Chief urges probe of casino cash to ‚phoney‘ band

Ottawa – Lawyers for the Ontario government are looking into Casino Rama payments made to a First Nation that doesn’t officially exist, as at least one chief calls for an official investigation.

The Chiefs of Ontario voted earlier this month to de-list and cut off Poplar Point First Nation, a so-called „near band“ that operated out of a storefront in Thunder Bay, Ont.

A phone number posted on its website is now out of service, and the federal Indian Affairs department says it doesn’t recognize the community – 10 years after the man claiming to be its hereditary chief and a small group of supporters began receiving Rama cash that has totalled about USD 3 million.

Chief Wilfred King of the Gull Bay First Nation in northern Ontario is calling for a formal probe. He says the Poplar Point members are actually on his own band list, something they conceded at an assembly meeting before chiefs voted to turf them as an accepted band.

King wants to know why funds from the casino near Orillia, Ont. – meant to help lift Ontario reserves out of poverty – flowed for a decade to a „phoney community.“

„Where did the money go? That’s the question.

„I think this is something that perhaps the Ontario government should investigate. Someone should follow through.“

Amy Tang, acting spokeswoman for George Smitherman, the Ontario minister responsible for casinos, said lawyers for the province are looking into the Poplar Point issue.

But the province has no plans at this time to intervene, she said today.

„We do have our legal department looking at what happens in this particular case.“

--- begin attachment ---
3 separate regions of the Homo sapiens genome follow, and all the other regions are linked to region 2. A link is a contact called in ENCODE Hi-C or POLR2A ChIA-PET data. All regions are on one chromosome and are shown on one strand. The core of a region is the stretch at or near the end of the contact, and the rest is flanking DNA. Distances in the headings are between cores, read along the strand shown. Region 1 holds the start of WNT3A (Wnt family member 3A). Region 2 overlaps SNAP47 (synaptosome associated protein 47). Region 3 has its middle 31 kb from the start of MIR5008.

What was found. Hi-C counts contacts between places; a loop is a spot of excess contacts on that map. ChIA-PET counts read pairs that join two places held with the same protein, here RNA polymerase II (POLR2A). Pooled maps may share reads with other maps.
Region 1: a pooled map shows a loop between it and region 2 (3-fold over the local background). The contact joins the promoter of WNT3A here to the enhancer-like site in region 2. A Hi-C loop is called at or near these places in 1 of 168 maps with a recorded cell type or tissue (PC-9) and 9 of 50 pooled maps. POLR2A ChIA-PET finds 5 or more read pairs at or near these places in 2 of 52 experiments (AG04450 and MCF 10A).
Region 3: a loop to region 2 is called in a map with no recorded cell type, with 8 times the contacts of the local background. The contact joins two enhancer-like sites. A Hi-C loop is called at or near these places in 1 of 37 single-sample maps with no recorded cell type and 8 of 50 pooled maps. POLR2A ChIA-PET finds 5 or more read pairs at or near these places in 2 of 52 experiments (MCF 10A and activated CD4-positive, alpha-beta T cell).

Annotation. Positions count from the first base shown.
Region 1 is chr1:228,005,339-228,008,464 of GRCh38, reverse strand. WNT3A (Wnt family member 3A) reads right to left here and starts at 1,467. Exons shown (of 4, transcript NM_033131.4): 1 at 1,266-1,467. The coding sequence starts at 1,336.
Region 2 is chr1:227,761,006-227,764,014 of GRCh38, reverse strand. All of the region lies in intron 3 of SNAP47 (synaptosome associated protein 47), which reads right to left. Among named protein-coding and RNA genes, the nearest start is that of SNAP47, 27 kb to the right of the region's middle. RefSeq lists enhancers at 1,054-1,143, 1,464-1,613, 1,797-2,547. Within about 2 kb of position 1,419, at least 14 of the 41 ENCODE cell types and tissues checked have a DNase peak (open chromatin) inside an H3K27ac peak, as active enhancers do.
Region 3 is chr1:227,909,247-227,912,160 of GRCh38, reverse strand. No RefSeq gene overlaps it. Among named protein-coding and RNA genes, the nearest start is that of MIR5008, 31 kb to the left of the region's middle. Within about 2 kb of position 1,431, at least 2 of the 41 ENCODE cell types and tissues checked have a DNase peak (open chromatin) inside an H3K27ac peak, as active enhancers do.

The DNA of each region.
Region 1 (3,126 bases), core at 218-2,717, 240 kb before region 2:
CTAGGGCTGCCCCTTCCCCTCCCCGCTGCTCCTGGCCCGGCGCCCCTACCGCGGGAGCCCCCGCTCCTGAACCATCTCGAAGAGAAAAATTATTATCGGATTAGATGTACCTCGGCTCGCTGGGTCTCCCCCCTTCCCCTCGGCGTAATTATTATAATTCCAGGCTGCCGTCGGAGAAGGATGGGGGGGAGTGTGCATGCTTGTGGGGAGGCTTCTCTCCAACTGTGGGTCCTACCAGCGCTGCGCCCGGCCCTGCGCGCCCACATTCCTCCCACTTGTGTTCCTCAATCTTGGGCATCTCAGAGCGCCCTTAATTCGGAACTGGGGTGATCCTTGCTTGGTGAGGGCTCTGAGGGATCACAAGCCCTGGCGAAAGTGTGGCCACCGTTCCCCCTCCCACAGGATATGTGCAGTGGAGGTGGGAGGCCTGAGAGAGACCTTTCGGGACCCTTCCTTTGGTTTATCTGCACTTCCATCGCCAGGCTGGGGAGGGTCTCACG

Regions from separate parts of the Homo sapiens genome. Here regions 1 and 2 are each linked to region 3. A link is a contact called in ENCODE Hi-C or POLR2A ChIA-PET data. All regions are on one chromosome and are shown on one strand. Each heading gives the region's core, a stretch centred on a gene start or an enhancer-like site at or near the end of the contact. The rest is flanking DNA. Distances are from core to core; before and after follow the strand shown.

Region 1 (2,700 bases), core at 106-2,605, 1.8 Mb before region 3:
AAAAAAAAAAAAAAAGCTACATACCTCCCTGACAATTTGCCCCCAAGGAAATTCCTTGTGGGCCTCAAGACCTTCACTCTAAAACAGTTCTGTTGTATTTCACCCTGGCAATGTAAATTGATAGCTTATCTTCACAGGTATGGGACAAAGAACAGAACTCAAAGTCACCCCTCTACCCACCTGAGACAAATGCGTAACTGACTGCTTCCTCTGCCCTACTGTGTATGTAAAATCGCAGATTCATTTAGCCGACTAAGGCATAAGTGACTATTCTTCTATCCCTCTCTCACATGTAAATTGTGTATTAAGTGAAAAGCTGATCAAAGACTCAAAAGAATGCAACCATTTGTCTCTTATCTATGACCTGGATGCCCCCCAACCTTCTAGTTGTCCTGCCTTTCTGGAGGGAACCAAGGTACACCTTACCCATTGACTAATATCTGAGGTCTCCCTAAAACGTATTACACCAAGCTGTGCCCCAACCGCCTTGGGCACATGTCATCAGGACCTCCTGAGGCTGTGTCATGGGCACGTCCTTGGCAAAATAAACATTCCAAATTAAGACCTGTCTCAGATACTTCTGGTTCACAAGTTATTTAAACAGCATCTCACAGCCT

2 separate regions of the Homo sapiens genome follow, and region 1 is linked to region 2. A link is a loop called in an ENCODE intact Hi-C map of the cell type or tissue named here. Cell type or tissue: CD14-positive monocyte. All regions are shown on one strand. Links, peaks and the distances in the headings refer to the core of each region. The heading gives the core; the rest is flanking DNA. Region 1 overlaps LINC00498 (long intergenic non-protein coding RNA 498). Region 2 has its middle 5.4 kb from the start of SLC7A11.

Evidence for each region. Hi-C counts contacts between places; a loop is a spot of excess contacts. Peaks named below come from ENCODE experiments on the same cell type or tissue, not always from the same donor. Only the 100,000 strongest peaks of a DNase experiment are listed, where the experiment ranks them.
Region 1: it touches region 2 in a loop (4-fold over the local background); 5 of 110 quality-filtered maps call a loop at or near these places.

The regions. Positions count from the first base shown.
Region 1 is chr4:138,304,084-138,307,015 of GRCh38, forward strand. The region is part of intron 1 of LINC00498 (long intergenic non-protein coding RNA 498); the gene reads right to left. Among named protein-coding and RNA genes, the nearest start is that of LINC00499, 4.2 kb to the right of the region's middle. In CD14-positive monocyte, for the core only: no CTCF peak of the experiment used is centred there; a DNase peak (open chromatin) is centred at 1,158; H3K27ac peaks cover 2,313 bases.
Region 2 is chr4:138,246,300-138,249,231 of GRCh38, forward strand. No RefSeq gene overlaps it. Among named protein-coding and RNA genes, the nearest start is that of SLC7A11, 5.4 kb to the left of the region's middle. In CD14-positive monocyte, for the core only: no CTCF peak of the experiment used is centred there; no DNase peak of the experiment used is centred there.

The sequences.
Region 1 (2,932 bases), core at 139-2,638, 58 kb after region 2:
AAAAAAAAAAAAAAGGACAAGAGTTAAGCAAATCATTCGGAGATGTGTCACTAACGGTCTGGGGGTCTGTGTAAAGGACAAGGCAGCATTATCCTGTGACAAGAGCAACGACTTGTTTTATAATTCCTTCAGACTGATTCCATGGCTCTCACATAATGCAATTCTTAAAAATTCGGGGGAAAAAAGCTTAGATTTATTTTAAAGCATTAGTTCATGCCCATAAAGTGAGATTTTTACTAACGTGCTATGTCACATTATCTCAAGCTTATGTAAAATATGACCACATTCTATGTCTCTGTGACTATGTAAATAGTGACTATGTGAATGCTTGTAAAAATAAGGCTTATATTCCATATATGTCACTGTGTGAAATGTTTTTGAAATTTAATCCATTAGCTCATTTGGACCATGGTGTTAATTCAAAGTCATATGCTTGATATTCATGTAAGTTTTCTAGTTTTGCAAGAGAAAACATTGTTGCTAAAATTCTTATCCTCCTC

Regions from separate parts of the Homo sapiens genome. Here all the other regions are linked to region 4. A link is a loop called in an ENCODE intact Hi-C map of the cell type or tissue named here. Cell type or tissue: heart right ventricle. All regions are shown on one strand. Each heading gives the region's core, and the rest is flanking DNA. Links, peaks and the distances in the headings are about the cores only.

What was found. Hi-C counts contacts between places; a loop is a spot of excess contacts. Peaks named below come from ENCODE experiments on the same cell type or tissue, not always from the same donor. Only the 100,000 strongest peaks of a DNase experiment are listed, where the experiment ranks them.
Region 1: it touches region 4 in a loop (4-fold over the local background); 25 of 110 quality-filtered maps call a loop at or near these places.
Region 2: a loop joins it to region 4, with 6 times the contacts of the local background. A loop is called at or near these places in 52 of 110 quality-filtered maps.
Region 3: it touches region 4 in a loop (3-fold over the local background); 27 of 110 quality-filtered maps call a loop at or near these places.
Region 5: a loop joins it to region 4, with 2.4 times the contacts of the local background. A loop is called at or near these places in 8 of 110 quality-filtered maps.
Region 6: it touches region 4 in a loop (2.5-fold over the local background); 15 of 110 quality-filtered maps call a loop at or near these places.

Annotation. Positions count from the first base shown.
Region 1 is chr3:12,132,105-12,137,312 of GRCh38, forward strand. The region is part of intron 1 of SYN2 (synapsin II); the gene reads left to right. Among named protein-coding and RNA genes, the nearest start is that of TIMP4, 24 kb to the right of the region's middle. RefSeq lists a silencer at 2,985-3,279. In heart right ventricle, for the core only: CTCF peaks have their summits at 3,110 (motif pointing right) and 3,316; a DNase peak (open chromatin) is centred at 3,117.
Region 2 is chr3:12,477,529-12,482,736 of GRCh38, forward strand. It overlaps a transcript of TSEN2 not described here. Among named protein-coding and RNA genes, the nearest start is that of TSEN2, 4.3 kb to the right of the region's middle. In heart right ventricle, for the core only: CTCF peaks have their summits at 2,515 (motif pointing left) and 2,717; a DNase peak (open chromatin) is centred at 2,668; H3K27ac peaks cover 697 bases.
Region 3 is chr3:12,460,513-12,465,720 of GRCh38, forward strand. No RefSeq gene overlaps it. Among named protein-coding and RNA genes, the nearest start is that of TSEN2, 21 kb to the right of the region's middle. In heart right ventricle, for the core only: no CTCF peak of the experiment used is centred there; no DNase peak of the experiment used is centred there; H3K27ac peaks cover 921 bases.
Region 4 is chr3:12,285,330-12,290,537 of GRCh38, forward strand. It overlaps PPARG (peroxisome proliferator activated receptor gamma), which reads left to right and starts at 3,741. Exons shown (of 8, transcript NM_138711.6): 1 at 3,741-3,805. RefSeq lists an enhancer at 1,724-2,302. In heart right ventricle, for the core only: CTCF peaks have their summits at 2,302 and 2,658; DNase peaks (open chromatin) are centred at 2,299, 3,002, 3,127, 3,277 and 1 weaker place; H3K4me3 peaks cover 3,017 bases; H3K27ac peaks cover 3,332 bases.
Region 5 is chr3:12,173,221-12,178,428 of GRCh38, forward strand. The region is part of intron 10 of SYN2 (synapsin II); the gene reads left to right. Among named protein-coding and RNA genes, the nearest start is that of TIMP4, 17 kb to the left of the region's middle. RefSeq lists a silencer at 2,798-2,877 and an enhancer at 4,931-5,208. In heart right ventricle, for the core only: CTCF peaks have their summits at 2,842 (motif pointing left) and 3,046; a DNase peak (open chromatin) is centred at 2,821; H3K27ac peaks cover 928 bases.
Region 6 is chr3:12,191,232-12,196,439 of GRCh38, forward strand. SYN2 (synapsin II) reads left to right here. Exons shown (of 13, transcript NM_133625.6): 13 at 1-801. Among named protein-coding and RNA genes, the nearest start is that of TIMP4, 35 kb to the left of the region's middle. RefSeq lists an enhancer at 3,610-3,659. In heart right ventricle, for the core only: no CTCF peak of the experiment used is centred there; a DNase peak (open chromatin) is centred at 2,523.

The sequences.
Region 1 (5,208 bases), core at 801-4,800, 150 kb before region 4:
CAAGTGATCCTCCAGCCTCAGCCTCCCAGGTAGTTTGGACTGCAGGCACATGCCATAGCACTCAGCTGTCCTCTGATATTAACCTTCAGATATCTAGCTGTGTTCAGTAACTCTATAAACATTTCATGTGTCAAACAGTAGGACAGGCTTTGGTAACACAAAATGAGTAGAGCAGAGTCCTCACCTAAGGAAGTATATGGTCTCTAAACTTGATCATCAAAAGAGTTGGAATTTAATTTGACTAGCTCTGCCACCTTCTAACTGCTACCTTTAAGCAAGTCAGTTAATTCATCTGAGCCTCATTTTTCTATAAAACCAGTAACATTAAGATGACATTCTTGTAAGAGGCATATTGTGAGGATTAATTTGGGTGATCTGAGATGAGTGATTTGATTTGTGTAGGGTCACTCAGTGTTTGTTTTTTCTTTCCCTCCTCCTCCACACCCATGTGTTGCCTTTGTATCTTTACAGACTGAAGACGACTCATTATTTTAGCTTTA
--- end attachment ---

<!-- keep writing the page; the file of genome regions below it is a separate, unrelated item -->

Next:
That said, it’s up to the Chiefs of Ontario to oversee how Casino Rama money is disbursed by a five-member management board called the Ontario First Nations Limited Partnership, she said.

„We do respect that governing structure that they’ve put in place.“

The vote earlier this month by a large majority of chiefs to de-list Poplar Point now means that 132 First Nations will receive Rama cash instead of 133.

Yearly reports are required to ensure they spend a total of about USD 60 million a year in five approved areas: community development, health, education, economic and cultural development.

Payments are then disbursed by the Ontario First Nations Limited Partnership, an oversight body that reports to the province.

Those spending accounts, however, are not subject to value-for-money scrutiny by provincial auditors under the terms of a complex deal with the government. That’s because the gambling revenues essentially never enter provincial coffers. They’re held in trust by the Ontario Lottery and Gaming Corp. before going directly to reserves through the First Nations partnership group.

Public spending watchdogs such as the Canadian Taxpayers Federation have repeatedly raised concerns over the lack of accessible Rama reporting.

Poplar Point payments were cited in Rama audits released in May to The Canadian Press after a lengthy freedom-of-information fight with the province.

King had fruitlessly tried for years to get the Chiefs of Ontario to act.

John Beaucage, grand council chief of the Union of Ontario Indians, says his 42 member First Nations struck Poplar Point from the union’s list of bands years ago because of its lack of effort to be recognized by Ottawa.

The broader Chiefs of Ontario assembly was slower to act as Rama payments continued to flow.

„I guess they were given the benefit of the doubt,“ Beaucage said. „And once they were in … the so-called process, you just sort of go about all the other things you’ve got to worry about.

„Maybe if there was a criminal aspect to it … a fraudulent misrepresentation, then an investigation should be launched by the OPP (Ontario Provincial Police).“

Beaucage plans to raise the matter in a meeting next month with the political confederacy of Ontario grand chiefs.